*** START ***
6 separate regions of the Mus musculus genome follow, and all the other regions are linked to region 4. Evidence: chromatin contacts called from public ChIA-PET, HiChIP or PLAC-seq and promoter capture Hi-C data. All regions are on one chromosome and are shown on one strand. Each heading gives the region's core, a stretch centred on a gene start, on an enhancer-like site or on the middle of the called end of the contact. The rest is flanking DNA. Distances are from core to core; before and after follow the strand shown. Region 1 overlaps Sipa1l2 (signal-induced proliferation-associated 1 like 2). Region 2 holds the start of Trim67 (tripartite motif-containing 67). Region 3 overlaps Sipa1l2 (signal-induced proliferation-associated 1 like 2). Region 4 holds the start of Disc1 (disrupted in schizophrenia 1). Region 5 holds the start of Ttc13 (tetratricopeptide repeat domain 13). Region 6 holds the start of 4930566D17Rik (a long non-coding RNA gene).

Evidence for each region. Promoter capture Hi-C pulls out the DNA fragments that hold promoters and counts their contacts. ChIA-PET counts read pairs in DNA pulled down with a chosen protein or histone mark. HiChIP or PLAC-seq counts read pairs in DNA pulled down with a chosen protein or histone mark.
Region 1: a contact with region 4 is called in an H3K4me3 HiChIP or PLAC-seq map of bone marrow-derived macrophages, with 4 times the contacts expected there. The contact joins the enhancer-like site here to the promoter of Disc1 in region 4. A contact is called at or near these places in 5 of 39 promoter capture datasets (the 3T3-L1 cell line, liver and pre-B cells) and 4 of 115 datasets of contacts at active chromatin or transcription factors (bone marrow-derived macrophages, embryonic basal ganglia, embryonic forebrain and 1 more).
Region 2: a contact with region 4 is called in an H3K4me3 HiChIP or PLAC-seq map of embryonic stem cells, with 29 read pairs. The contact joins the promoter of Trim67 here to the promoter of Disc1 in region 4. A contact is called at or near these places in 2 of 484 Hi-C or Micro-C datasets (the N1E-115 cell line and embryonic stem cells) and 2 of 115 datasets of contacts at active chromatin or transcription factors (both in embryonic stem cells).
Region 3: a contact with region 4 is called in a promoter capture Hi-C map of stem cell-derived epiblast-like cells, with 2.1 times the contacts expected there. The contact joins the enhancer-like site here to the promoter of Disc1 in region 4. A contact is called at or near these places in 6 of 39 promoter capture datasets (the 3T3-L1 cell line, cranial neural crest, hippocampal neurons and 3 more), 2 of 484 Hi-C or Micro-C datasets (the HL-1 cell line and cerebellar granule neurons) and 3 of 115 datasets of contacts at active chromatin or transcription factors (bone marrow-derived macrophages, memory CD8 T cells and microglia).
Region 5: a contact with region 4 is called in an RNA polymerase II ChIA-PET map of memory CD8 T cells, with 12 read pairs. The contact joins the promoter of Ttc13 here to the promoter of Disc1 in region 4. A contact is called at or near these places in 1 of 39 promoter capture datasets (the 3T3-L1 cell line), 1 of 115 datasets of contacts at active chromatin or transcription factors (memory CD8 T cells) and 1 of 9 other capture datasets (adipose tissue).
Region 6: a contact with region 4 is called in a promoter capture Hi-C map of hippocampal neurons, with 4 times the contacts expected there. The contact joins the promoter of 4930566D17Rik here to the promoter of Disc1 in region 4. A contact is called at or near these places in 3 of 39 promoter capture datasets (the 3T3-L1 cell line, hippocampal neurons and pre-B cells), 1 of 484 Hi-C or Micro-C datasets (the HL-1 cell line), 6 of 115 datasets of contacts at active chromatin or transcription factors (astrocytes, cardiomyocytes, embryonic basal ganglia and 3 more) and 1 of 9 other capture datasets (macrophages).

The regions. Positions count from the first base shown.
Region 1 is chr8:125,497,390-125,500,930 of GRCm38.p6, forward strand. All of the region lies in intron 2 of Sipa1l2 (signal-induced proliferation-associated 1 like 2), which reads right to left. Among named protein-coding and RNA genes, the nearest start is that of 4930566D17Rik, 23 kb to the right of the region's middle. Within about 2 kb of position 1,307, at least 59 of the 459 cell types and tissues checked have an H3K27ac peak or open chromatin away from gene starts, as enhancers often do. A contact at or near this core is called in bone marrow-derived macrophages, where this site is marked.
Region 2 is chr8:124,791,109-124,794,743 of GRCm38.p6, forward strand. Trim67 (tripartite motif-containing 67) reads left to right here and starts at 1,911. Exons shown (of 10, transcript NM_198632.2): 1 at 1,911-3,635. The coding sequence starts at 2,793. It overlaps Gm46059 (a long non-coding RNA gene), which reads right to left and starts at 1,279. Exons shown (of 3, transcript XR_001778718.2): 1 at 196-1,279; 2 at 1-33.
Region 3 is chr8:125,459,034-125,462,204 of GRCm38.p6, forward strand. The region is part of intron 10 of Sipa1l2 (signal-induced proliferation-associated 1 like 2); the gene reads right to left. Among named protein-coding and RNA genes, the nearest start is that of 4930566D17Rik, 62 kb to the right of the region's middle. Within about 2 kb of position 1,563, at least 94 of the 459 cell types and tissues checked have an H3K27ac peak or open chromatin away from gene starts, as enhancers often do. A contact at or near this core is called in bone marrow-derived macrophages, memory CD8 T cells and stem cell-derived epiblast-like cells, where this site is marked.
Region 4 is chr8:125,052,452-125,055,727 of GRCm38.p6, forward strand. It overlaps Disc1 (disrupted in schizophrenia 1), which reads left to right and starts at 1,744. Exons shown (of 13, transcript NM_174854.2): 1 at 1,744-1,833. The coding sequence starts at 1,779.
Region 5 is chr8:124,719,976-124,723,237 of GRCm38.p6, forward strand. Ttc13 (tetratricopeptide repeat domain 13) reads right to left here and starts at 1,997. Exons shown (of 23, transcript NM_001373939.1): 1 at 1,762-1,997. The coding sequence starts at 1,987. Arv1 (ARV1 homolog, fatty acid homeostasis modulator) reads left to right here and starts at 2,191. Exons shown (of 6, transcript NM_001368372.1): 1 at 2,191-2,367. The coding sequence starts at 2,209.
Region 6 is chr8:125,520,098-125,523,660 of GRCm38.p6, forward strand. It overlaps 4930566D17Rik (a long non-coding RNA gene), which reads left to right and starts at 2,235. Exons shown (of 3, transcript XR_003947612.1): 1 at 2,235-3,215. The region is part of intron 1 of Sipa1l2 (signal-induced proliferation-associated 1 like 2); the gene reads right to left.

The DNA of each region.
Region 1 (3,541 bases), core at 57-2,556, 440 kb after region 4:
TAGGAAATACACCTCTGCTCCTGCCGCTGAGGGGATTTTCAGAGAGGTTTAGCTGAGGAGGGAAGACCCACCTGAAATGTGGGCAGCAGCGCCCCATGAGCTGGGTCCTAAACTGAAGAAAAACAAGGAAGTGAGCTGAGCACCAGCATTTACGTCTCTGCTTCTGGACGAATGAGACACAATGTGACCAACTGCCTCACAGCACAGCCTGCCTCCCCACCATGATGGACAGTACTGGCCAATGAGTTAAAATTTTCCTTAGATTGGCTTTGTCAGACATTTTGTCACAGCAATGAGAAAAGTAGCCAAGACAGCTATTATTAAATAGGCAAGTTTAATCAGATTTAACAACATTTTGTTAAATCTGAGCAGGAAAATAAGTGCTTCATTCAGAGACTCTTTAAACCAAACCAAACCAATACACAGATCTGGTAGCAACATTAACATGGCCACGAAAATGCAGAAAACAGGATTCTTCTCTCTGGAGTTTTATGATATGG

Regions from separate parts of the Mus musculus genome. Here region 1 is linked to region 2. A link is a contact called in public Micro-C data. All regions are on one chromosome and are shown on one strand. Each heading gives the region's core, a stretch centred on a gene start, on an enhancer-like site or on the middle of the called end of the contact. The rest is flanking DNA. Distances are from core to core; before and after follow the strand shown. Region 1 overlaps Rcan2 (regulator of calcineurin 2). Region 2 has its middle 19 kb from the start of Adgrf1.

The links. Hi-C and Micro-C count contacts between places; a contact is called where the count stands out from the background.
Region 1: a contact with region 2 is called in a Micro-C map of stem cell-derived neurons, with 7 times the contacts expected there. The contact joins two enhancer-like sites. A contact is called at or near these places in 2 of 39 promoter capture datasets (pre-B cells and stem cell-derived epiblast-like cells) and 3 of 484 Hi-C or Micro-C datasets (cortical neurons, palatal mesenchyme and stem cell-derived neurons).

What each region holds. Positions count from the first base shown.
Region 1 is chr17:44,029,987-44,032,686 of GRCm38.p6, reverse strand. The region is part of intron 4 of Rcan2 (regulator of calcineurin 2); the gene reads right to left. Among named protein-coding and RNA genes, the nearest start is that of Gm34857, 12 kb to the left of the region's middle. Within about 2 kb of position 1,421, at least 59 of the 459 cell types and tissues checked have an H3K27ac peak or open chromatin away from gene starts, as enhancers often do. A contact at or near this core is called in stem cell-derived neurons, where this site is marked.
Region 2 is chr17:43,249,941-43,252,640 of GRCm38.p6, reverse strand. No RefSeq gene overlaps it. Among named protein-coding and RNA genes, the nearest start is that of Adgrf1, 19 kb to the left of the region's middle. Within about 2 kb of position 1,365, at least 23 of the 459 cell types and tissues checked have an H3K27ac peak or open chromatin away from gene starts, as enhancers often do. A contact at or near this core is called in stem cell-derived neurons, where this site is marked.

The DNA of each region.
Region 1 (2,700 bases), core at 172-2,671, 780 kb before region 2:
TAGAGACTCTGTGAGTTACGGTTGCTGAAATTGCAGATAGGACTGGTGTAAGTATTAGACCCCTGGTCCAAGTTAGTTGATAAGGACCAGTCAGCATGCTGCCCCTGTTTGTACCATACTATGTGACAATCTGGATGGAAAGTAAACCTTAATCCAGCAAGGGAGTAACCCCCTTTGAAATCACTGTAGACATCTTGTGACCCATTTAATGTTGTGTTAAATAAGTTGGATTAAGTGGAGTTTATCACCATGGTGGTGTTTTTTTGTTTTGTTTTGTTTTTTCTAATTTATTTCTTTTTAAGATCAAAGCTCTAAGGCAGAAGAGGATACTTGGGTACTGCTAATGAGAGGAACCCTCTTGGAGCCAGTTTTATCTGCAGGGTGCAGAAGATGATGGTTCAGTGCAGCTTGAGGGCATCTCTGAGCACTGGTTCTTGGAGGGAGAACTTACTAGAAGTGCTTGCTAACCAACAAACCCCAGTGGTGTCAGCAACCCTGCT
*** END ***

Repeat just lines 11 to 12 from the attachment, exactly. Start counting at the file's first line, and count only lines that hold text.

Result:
Region 3 is chr8:125,459,034-125,462,204 of GRCm38.p6, forward strand. The region is part of intron 10 of Sipa1l2 (signal-induced proliferation-associated 1 like 2); the gene reads right to left. Among named protein-coding and RNA genes, the nearest start is that of 4930566D17Rik, 62 kb to the right of the region's middle. Within about 2 kb of position 1,563, at least 94 of the 459 cell types and tissues checked have an H3K27ac peak or open chromatin away from gene starts, as enhancers often do. A contact at or near this core is called in bone marrow-derived macrophages, memory CD8 T cells and stem cell-derived epiblast-like cells, where this site is marked.
Region 4 is chr8:125,052,452-125,055,727 of GRCm38.p6, forward strand. It overlaps Disc1 (disrupted in schizophrenia 1), which reads left to right and starts at 1,744. Exons shown (of 13, transcript NM_174854.2): 1 at 1,744-1,833. The coding sequence starts at 1,779.